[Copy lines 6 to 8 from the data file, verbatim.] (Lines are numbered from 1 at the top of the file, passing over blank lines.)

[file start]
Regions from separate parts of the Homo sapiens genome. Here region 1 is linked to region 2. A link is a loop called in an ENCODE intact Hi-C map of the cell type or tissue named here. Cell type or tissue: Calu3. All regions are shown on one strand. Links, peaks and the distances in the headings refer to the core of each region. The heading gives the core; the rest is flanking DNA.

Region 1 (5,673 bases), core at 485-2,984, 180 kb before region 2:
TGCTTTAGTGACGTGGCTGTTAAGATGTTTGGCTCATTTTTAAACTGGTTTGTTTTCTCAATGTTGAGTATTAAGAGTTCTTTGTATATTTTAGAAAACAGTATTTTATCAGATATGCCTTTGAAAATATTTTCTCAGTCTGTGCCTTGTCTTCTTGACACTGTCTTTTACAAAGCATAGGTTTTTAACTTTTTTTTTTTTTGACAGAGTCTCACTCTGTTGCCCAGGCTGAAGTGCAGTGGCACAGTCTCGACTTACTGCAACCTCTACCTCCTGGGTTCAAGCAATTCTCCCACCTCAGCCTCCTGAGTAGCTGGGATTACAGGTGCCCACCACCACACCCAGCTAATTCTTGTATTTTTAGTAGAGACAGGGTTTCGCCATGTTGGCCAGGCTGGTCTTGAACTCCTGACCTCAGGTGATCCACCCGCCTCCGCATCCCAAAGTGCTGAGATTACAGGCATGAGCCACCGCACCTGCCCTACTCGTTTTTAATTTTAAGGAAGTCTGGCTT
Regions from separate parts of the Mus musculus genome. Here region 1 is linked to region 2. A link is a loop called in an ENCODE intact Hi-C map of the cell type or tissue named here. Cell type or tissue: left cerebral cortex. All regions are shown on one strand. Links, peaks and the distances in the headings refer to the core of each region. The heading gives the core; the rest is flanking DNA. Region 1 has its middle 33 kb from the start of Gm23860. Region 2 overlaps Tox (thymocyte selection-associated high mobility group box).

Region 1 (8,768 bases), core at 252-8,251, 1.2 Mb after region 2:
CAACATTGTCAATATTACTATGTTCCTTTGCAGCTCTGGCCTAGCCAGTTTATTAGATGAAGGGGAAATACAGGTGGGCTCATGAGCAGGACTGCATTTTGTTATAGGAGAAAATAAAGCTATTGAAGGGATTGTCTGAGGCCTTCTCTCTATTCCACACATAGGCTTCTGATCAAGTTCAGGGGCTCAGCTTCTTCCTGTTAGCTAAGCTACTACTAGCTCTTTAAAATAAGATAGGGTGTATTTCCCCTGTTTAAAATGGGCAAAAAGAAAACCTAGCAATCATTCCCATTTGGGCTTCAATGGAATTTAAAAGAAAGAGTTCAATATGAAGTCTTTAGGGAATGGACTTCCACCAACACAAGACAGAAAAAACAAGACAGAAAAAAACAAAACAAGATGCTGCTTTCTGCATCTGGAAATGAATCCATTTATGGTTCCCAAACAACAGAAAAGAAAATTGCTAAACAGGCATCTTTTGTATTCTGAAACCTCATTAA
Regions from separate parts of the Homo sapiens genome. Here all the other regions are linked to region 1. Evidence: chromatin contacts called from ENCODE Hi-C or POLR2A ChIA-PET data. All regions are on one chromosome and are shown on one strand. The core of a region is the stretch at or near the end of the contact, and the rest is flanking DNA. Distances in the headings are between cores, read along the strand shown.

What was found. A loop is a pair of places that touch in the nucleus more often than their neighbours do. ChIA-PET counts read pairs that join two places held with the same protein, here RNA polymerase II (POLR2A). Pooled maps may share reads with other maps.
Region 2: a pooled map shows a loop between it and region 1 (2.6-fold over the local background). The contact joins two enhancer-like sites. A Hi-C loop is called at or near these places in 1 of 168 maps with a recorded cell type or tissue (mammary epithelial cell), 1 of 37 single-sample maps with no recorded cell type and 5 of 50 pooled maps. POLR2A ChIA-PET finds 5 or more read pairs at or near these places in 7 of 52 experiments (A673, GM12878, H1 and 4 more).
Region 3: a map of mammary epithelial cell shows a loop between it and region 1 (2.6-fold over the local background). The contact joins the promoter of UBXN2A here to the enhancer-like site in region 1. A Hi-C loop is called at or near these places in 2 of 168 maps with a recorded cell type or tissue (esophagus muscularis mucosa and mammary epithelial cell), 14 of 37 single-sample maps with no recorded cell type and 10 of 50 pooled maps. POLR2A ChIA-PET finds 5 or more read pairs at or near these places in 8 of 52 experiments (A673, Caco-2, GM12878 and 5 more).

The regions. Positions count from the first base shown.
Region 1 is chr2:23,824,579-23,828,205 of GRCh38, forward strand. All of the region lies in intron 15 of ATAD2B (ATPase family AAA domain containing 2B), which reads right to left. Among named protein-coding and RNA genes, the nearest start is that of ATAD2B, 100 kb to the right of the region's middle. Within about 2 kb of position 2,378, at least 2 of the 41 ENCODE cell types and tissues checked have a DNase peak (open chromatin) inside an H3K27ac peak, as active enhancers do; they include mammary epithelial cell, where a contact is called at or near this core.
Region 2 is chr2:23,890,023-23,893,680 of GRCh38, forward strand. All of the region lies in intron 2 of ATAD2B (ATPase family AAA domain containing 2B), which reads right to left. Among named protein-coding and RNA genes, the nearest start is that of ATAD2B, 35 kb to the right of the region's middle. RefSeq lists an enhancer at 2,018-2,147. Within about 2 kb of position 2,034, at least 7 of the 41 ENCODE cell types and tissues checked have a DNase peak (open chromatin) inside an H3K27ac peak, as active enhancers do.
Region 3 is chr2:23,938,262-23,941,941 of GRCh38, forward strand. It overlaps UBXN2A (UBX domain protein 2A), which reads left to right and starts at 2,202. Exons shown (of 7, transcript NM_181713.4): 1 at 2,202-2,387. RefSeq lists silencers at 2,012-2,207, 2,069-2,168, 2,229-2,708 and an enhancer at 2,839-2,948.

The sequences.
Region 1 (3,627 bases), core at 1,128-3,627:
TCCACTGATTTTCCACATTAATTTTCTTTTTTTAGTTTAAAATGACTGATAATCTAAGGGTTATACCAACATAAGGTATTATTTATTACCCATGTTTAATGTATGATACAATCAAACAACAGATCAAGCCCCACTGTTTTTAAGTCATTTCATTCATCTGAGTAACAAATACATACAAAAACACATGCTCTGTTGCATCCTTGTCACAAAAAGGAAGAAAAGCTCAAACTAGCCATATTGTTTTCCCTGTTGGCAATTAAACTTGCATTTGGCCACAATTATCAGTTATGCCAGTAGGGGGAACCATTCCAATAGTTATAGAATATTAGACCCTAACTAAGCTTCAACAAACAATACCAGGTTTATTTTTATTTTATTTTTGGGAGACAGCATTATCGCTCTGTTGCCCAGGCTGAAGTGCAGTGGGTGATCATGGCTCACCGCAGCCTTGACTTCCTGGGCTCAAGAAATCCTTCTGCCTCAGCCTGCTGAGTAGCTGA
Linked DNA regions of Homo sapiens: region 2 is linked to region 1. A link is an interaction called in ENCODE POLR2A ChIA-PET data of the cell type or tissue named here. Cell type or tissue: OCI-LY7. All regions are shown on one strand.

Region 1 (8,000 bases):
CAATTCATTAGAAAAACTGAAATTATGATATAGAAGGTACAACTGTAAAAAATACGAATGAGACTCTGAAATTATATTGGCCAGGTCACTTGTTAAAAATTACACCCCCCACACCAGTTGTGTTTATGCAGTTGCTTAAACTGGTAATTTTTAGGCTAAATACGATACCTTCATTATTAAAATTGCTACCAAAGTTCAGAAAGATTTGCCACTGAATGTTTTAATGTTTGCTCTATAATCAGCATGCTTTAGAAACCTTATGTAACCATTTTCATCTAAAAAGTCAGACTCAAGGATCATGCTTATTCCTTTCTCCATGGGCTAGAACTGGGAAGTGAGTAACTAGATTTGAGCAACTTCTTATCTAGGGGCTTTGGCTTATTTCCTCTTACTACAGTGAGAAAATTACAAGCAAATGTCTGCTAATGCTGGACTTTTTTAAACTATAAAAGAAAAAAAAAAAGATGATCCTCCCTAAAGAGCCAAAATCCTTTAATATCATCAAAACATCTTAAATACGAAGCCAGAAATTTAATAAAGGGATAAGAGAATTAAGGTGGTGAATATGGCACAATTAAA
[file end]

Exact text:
CAACATTGTCAATATTACTATGTTCCTTTGCAGCTCTGGCCTAGCCAGTTTATTAGATGAAGGGGAAATACAGGTGGGCTCATGAGCAGGACTGCATTTTGTTATAGGAGAAAATAAAGCTATTGAAGGGATTGTCTGAGGCCTTCTCTCTATTCCACACATAGGCTTCTGATCAAGTTCAGGGGCTCAGCTTCTTCCTGTTAGCTAAGCTACTACTAGCTCTTTAAAATAAGATAGGGTGTATTTCCCCTGTTTAAAATGGGCAAAAAGAAAACCTAGCAATCATTCCCATTTGGGCTTCAATGGAATTTAAAAGAAAGAGTTCAATATGAAGTCTTTAGGGAATGGACTTCCACCAACACAAGACAGAAAAAACAAGACAGAAAAAAACAAAACAAGATGCTGCTTTCTGCATCTGGAAATGAATCCATTTATGGTTCCCAAACAACAGAAAAGAAAATTGCTAAACAGGCATCTTTTGTATTCTGAAACCTCATTAA
Regions from separate parts of the Homo sapiens genome. Here all the other regions are linked to region 1. Evidence: chromatin contacts called from ENCODE Hi-C or POLR2A ChIA-PET data. All regions are on one chromosome and are shown on one strand. The core of a region is the stretch at or near the end of the contact, and the rest is flanking DNA. Distances in the headings are between cores, read along the strand shown.

What was found. A loop is a pair of places that touch in the nucleus more often than their neighbours do. ChIA-PET counts read pairs that join two places held with the same protein, here RNA polymerase II (POLR2A). Pooled maps may share reads with other maps.